Another major issue addressed by the book is the purpose of the ‘masons’ marks’. While some scholars consider that the signs carved on the surfaces of the blocks—be they visible or not—had a magical or religious function, others—largely inspired by similar examples in other societies explored in chapter 6—suggest that the marks had a practical or utilitarian role. The author clearly states his support for a religious or magical purpose, although he admits that there is little to substantiate, let alone demonstrate, such a function. According to his view—and after evaluating the data in favor or against practical interpretations of the carved signs as quarry marks, contractors or workmen marks, or positioning marks—, the undisputable character of the marks carved on supports of a religious nature makes it possible to extend this purpose to all cases (pp. 90-91). Readers who favor a practical purpose may not be entirely convinced by this argument, but they will have to admit that the author clearly points out features that are difficult to reconcile with a purely utilitarian function of the marks, namely the identification of only one mark on some sites (e.g. Gournia); the carving of the same sign several times on the same block’s face; the carving of different signs on the same block; and the alteration of some marks by the superimposition of others. Ultimately, the author remains prudent and underlines that should his understanding of the religious purpose be accurate, Cretan Bronze Age masons’ marks would be an exceptional phenomenon in view of contemporary or later societies using similar signs.
The magnitude and quality of the analysis, and of the catalogue and associated graphic documentation stemming from the thorough examination of published and unpublished evidence complementing extensive fieldwork is unparalleled in Aegean and even Bronze Age Eastern Mediterranean studies. Given the excellent quality of the work, and because of the extent of the corpus of Knossos masons’ marks and the versatile interpretations of the marks’ purposes, these volumes constitute a major publication in Aegean and eastern Mediterranean studies in scripts, architecture and religion. The price might be off-putting for many individual researchers, but any good research library with a Bronze Age eastern Mediterranean section will acquire the volumes. Specialists of Medieval European architecture will also want to refer to this corpus.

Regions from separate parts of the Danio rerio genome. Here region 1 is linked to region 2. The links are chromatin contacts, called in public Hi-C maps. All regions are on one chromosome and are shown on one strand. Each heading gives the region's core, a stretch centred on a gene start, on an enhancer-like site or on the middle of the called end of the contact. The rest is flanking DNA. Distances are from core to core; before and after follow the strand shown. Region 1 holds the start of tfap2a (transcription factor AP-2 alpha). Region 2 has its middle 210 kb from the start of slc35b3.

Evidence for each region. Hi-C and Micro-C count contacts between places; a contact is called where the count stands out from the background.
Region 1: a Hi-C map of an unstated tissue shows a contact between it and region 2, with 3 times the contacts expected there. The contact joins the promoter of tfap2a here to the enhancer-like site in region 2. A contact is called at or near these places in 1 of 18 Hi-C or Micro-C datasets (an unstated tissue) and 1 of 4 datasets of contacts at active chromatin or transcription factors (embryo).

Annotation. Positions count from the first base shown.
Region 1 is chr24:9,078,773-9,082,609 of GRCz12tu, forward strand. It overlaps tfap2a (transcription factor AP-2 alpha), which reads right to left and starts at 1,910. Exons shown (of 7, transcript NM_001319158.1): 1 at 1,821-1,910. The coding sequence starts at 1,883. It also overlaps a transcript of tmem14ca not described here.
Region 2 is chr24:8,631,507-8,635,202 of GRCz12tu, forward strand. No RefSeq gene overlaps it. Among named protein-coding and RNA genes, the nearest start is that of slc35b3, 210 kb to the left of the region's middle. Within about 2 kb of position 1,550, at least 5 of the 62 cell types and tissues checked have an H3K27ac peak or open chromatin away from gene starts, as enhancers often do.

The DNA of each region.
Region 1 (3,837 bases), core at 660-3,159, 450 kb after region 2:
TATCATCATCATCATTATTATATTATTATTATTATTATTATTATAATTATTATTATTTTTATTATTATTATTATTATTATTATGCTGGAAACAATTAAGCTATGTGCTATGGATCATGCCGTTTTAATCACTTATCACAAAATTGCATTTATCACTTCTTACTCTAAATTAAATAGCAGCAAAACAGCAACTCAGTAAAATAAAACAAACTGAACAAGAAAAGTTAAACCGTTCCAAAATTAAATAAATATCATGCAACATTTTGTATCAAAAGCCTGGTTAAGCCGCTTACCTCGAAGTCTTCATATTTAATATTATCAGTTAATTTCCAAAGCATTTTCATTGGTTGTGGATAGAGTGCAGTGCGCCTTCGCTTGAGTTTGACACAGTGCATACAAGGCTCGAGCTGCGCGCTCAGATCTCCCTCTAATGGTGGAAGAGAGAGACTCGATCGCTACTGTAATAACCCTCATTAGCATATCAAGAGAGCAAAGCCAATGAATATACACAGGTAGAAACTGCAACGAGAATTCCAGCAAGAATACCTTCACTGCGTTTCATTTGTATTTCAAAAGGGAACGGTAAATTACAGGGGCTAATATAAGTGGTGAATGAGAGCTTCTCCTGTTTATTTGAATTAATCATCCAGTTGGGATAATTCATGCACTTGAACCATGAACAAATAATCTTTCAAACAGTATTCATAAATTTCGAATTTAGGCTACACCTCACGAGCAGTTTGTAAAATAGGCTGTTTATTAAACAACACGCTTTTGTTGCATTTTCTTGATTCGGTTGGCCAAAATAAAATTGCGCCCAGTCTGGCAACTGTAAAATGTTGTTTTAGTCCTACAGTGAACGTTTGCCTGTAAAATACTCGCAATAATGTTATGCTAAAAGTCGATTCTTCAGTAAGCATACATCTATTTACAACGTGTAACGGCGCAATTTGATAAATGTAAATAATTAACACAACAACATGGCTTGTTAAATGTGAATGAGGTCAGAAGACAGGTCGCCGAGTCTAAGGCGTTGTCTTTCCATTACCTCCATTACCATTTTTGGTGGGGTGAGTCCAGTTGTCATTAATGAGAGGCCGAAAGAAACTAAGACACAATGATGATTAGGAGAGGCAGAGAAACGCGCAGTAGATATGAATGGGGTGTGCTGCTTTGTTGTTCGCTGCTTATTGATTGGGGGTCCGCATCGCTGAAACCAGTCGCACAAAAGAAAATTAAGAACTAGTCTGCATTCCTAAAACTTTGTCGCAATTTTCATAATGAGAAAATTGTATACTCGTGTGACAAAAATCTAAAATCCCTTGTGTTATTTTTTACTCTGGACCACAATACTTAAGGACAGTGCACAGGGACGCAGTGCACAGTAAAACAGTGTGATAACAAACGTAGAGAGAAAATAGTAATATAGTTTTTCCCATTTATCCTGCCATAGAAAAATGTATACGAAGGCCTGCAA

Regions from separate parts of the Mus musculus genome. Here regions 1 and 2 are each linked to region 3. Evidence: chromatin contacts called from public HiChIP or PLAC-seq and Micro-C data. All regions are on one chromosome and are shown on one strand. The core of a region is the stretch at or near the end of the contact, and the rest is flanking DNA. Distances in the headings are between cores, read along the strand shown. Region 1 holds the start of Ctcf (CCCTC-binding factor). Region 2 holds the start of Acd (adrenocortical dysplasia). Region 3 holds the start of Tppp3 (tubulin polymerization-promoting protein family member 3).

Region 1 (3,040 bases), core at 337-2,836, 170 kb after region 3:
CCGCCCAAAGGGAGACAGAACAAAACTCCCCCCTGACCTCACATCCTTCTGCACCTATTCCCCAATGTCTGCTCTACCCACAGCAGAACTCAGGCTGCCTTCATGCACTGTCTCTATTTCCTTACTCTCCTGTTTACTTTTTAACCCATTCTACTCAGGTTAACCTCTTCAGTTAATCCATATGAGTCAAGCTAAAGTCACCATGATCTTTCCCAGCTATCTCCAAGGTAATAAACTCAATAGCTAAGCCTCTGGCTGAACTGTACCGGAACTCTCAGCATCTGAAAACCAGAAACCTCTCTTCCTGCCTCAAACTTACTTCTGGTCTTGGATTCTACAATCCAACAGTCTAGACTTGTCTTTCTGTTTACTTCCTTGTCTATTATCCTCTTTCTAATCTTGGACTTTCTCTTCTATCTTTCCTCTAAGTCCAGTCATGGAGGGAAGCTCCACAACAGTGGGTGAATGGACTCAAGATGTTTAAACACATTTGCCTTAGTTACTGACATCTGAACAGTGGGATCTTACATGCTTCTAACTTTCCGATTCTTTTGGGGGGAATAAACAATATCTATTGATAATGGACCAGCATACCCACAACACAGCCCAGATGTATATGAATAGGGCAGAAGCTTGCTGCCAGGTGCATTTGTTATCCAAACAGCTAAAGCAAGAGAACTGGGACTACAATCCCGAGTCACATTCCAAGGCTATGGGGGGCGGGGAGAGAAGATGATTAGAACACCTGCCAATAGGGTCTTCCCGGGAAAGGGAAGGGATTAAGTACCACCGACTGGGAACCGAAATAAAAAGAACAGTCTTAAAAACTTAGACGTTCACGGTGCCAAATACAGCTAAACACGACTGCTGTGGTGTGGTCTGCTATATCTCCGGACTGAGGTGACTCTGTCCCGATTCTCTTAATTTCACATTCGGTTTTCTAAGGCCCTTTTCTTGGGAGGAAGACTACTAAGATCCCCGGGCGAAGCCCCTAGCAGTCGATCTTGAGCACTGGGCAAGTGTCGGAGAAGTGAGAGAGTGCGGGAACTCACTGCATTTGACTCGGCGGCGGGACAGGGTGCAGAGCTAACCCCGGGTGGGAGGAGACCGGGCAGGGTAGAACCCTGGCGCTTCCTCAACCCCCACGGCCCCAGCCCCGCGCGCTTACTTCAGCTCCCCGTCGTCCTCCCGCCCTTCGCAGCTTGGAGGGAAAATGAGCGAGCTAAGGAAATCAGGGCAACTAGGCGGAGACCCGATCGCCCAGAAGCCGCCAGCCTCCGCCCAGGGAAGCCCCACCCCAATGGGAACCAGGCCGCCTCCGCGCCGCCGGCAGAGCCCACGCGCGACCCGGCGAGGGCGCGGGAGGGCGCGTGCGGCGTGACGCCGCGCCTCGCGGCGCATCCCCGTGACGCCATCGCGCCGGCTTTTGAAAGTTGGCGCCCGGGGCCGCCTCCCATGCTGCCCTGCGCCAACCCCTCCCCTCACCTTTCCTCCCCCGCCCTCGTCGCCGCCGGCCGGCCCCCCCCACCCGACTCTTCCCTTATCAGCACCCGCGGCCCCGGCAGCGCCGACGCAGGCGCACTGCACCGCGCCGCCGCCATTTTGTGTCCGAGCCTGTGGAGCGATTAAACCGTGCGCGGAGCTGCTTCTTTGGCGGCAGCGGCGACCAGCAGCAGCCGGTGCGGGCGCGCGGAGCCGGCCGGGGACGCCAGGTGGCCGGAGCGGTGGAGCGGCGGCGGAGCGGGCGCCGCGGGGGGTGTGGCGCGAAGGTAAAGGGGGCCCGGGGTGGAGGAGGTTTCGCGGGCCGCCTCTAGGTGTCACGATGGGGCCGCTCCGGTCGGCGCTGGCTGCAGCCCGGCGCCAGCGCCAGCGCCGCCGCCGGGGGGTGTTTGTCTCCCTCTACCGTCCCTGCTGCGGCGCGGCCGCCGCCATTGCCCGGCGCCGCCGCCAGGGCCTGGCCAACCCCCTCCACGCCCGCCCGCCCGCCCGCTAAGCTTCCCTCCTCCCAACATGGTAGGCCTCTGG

The cut sandstone walls of the Neopalatial reconstruction of the West Wing in the palace at Malia, which bear many large and deeply cut signs on blocks in their original position, were erected on top of Middle Minoan IIB and Middle Minoan III remains (Pelon, O. 1982. “L’épée à l’acrobate et la chronologie maliote (I)”, BCH 106.1, p. 165-190 ; Olivier Pelon, 1983. “L’épée à l’acrobate et la chronologie maliote (II)”, BCH 107.1, p. 679-703). Also, at Phaistos, blocks apparently not reused and bearing marks are incorporated in the walls that belong to the definitive reconstruction of the Neopalatial Palace in Late Minoan IB (Luigi Pernier, 1935. Il palazzo minoico di Festòs: scavi e studi della Missione archeologica italiana a Creta dal 1900 al 1934. Vol. 1. Gli strati piu antichi e il primo palazzo, Roma, p. 404-405; Luigi Pernier & Luisa Banti, 1951. Il palazzo minoico di Festòs: scavi e studi della Missione archeologica italiana a Creta dal 1900 al 1950. Vol. 2. Il secondo palazzo, plan II; Vincenzo La Rosa, 2002. “Pour une révision préliminaire du second palais de Phaistos”, in Monuments of Minos. Rethinking the Minoan Palaces. Proceedings of the International Workshop “Crete of the hundred Palaces?” held at the Université Catholique de Louvain, Louvain-la-Neuve, 14-15 December 2001, ed. by Jan Driessen, Ilse Schoep & Robert Laffineur [Aegaeum 23], p. 83).